Spending sixteen days in China gave me a new perspective on the world. At first, I felt like a fish out of water; everything seemed different. That was until we began meeting the students at Sichuan University. Conversations about Beyonce, Adele and pop culture dissolved the cultural differences. The breakthrough for me feeling comfortable in China was when the students we had met the week prior asked us to go shopping with them. The Chinese people were so hospitable, and the students were always eager to help us.
One of my new friends is named Cindy. Well, that is her American name. Many Chinese students have American names in addition to their Chinese name. Cindy and I hit it off from the first student mingling session, so I wan’t afraid to ask her how she picked her name (which I thought was the normal practice). She told me that her English teacher in high school had picked her name for her. She then exclaimed, “I could pick a new name,” with a look of surprise on her face.”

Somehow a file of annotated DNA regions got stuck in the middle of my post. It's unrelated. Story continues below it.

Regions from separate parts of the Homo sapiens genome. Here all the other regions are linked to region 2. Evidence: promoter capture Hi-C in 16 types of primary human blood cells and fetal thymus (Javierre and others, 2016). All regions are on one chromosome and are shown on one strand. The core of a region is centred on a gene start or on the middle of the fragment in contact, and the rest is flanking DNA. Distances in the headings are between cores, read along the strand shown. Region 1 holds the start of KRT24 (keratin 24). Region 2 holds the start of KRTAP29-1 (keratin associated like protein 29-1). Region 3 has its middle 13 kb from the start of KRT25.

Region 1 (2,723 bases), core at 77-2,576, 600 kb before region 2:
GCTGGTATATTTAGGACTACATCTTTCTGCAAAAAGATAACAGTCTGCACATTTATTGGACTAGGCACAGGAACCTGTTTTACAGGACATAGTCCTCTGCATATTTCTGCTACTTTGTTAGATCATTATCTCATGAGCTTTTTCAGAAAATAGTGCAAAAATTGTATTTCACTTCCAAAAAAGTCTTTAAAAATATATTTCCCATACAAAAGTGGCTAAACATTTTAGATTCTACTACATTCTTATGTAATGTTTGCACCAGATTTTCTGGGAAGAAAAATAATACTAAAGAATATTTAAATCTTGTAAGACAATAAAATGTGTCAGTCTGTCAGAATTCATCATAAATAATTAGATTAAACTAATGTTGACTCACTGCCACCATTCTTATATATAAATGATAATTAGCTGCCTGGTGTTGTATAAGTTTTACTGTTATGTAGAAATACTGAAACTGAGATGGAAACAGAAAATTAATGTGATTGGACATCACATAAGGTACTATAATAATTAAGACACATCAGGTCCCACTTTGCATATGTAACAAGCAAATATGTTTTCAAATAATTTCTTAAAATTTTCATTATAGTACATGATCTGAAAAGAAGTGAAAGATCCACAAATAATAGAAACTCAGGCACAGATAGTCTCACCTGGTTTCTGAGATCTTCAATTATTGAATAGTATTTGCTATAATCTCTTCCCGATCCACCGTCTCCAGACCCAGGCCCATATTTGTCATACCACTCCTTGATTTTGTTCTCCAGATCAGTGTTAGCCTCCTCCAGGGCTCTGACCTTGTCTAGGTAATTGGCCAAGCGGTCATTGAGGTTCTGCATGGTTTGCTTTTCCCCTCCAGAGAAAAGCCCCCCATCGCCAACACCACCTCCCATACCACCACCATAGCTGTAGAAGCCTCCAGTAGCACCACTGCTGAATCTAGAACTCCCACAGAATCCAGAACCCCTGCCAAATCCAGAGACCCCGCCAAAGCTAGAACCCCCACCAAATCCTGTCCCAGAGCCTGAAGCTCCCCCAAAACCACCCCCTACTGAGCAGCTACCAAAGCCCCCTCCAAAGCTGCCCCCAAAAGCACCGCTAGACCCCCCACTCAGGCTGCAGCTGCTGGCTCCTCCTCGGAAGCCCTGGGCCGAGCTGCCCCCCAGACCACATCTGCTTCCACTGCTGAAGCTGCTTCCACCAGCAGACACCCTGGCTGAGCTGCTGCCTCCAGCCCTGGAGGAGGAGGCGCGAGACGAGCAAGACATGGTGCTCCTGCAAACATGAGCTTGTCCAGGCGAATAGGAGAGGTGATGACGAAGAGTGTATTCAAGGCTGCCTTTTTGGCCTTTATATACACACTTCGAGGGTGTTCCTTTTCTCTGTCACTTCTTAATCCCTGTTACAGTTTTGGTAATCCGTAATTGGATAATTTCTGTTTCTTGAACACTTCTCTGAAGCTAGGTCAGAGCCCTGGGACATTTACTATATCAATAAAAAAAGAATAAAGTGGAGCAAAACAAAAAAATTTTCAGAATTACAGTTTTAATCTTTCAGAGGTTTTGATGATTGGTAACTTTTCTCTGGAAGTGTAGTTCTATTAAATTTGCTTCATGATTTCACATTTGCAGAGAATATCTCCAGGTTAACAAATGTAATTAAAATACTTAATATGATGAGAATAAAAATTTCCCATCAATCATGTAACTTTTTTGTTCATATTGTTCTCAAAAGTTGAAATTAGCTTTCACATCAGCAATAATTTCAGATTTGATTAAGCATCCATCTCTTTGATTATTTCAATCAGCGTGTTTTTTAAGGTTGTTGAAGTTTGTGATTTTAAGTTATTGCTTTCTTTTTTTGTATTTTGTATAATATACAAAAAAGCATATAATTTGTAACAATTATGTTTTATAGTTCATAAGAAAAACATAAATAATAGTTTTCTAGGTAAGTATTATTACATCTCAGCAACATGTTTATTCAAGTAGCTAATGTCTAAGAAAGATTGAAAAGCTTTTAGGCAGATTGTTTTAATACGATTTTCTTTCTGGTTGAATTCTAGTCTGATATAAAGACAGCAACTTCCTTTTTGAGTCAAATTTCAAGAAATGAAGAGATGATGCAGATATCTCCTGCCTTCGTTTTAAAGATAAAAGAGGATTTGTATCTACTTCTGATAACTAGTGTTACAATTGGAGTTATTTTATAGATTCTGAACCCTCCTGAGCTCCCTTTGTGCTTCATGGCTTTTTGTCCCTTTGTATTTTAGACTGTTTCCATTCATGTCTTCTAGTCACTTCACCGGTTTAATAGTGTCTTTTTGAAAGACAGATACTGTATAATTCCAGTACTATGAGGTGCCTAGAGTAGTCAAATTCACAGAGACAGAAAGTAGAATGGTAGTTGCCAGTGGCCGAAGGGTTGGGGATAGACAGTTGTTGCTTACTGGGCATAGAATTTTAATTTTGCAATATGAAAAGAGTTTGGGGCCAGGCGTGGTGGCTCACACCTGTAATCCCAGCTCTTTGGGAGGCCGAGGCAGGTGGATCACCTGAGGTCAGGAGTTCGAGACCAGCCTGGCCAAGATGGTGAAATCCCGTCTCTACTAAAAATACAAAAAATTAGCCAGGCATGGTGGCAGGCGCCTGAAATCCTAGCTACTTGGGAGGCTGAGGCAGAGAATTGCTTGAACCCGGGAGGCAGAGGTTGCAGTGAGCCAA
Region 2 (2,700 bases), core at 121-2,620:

Cindy is from the province north of Sichuan and was returning home to her family the day before we left China. She takes a twenty-four hour train ride home to see her family after each semester ends, she explained to me that she can’t always go home because the train is expensive. Cindy and her fellow Chinese students was amazed by American culture. She asked me to show her what Facebook looked like and what the differences between Instagram and Twitter were. Cindy and her two friends were nice enough to make little notes for us that said “I am lost” in Mandarin and put their phone numbers down so that they could translate between us and whomever we were asking for help. It was those gestures that may have seemed small to them that made a world of a difference for me. I felt as though someone had my back.
While I enjoyed seeing the world’s largest Buddha and awing over baby pandas, the thing I will remember most about visiting China was the people.